As the building sector is responsible for more than a third of the global resource consumption, a shift towards circular construction cycles represents a major opportunity for the construction industry to curtail the depletion of raw materials. InterTwig represents the first step in a research line at KIT that aims to develop circular construction concepts enabled by digital design and fabrication and to explore correlated novel design and construction repertoires. More specifically, it focuses on implementing circular biological cycles, in which renewable plant-based resources are returned to the biosphere at the end of their life cycle. While wood is the only significant renewable building material today, truly sustainable development may be achieved with the diversification of renewable materials, to avoid dependence on a single resource. Regional and fast-regrowing plant-based materials - such as willow and poplar – have the potential to become the European local version of bamboo. In combination with alternatives to conventional aggregates - namely clay and loam – they showcase how they could achieve durable and structural building elements. Digital design and fabrication methods can address these global challenges and enable novel concepts of digital circular construction through tailored processes for renewable and natural materials.
Wicker turns digital
Wicker weaving, a technique where long thin sticks, stems or reeds are woven together to make baskets, represents an important analogy of how to exploit geometry and textile techniques to give structural stiffness not otherwise inherent in the materials. Typical of traditional manufacturing, “wicker” expresses the intention of looking back at local, renewable materials and techniques that used to be part of the architectural and construction repertoire but have been sidelined in the first industrial revolution. One of such construction methods is exemplified by the European vernacular wattle and daub, in which renewable and natural materials are combined into a low-impact sustainable composite. Digital design and fabrication methods can re-enable the industrialisation of natural materials through accommodation of deviations and abnormalities, which currently represent one of the biggest obstacles in standardised serial production systems. Thanks to their flexibility and versatility, digital production techniques enable architecture components that are designed and fabricated with a high resolution and articulation of structure and materiality but also of graded transparency and rich visual details. Finally, they can enable the large-scale, automated production of components thus facilitating their implementation in construction, both in terms of construction technology and economics.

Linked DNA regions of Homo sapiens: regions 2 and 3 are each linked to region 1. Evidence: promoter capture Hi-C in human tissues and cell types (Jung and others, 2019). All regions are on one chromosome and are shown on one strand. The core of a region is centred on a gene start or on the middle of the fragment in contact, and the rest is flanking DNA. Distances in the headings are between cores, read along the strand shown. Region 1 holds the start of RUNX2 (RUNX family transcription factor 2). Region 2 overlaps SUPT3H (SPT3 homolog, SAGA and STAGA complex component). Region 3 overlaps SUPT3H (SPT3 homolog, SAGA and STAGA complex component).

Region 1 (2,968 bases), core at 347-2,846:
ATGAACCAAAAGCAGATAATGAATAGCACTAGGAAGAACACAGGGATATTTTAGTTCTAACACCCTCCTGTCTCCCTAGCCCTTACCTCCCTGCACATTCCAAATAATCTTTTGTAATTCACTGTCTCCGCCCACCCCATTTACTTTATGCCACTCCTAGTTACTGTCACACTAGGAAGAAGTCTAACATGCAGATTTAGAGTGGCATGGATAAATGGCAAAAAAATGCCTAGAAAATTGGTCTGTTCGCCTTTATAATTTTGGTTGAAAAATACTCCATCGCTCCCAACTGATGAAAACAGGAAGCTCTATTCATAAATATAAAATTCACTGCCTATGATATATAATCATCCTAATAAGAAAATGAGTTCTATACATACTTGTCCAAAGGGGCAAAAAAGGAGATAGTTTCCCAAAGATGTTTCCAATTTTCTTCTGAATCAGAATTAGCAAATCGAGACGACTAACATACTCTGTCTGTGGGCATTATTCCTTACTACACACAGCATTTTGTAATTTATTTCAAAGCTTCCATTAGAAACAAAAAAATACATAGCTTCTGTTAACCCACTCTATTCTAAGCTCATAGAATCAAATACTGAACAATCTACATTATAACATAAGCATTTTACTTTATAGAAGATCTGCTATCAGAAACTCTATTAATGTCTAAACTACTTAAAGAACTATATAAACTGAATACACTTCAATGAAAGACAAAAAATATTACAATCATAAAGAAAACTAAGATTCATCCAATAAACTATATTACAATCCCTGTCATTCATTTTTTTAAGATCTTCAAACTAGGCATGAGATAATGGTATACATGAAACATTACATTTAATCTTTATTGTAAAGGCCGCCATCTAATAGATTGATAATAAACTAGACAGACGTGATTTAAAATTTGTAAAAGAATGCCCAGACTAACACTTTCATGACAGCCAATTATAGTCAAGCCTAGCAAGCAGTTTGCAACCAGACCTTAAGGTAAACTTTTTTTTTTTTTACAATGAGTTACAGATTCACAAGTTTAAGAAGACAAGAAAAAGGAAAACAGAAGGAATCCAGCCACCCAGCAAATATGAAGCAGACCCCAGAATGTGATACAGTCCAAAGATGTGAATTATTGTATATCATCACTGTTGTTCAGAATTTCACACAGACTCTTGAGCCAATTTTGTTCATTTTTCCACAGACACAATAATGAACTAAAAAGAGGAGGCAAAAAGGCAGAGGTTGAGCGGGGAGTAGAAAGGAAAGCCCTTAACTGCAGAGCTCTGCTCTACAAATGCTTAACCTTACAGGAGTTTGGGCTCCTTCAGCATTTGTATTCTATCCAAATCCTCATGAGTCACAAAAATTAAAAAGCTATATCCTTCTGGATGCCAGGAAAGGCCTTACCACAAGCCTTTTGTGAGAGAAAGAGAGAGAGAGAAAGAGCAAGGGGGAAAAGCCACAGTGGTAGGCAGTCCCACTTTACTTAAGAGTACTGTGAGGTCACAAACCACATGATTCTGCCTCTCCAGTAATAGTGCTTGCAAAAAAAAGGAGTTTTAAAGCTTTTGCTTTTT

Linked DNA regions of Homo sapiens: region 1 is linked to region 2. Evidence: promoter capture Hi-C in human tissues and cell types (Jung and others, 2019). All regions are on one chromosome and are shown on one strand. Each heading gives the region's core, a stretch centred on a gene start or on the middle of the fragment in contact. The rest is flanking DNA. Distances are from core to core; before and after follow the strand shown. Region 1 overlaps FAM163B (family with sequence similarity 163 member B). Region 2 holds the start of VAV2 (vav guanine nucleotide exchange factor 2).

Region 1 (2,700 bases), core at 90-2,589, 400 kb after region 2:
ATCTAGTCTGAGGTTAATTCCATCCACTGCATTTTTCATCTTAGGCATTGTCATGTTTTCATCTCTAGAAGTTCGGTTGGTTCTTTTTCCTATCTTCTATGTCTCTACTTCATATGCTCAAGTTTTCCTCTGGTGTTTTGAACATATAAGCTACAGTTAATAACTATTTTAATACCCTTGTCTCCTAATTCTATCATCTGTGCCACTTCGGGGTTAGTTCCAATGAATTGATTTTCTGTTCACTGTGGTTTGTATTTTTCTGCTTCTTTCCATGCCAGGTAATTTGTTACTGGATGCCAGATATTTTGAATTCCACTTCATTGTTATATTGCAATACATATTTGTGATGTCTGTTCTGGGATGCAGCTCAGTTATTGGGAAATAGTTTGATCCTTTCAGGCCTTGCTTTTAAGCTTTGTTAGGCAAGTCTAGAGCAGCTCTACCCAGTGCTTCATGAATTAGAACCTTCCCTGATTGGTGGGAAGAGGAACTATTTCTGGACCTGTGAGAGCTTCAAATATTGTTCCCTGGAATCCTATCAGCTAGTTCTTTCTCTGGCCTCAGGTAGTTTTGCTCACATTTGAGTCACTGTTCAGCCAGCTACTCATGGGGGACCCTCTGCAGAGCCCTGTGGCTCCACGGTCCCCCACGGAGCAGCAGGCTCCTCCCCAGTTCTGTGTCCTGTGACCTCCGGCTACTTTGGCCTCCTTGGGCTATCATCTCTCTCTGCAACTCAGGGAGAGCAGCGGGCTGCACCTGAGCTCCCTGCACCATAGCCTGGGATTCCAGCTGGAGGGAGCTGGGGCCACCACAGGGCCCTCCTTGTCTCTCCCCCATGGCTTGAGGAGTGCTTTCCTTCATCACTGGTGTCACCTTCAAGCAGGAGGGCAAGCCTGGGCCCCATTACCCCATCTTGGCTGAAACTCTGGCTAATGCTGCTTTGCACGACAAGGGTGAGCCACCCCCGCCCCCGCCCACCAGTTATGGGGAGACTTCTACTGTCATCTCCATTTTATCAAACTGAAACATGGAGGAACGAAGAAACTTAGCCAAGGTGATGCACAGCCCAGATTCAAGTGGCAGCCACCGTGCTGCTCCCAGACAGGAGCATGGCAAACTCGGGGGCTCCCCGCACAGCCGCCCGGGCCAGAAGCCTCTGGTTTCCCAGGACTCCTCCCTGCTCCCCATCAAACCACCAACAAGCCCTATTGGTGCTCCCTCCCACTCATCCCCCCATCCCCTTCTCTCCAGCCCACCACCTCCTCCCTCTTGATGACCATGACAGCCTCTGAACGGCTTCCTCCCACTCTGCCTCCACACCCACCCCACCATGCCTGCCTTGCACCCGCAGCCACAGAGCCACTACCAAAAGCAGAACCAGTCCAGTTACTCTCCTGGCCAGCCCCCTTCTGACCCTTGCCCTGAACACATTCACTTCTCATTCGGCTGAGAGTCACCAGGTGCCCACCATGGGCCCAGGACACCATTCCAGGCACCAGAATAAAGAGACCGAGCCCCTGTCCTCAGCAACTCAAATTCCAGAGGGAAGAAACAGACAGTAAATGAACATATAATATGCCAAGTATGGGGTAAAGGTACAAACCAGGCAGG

Karlsruhe Institute of Technology - Department of Architecture
Professur Digital Design and Fabrication (DDF)
Tenure-Track Prof. Moritz Dörstelmann, Erik Zanetti, Eszter Olah, Daniel Fischer
Professur Design of Structures (dos)
Prof. Dr.-Ing. Professor Riccardo La Magna, Tamara Haußer, Gianluca Casalnuovo
Students M.Sc. course “Digital Wicker 2.0”:
Teodora Bondar, Elisabeth Genest, Shunze Hou, Alicia Pizzignacco, Cesar Antonio Requejo Peña, Lara Sodomann, Kalin Yanev
With the support of:
Fanny Kranz, Javier Fuentes, Michael Kalkbrenner, Maximilian Granjon, Kevin Lang, Fatemeh Shafiee, Annalena Thessmann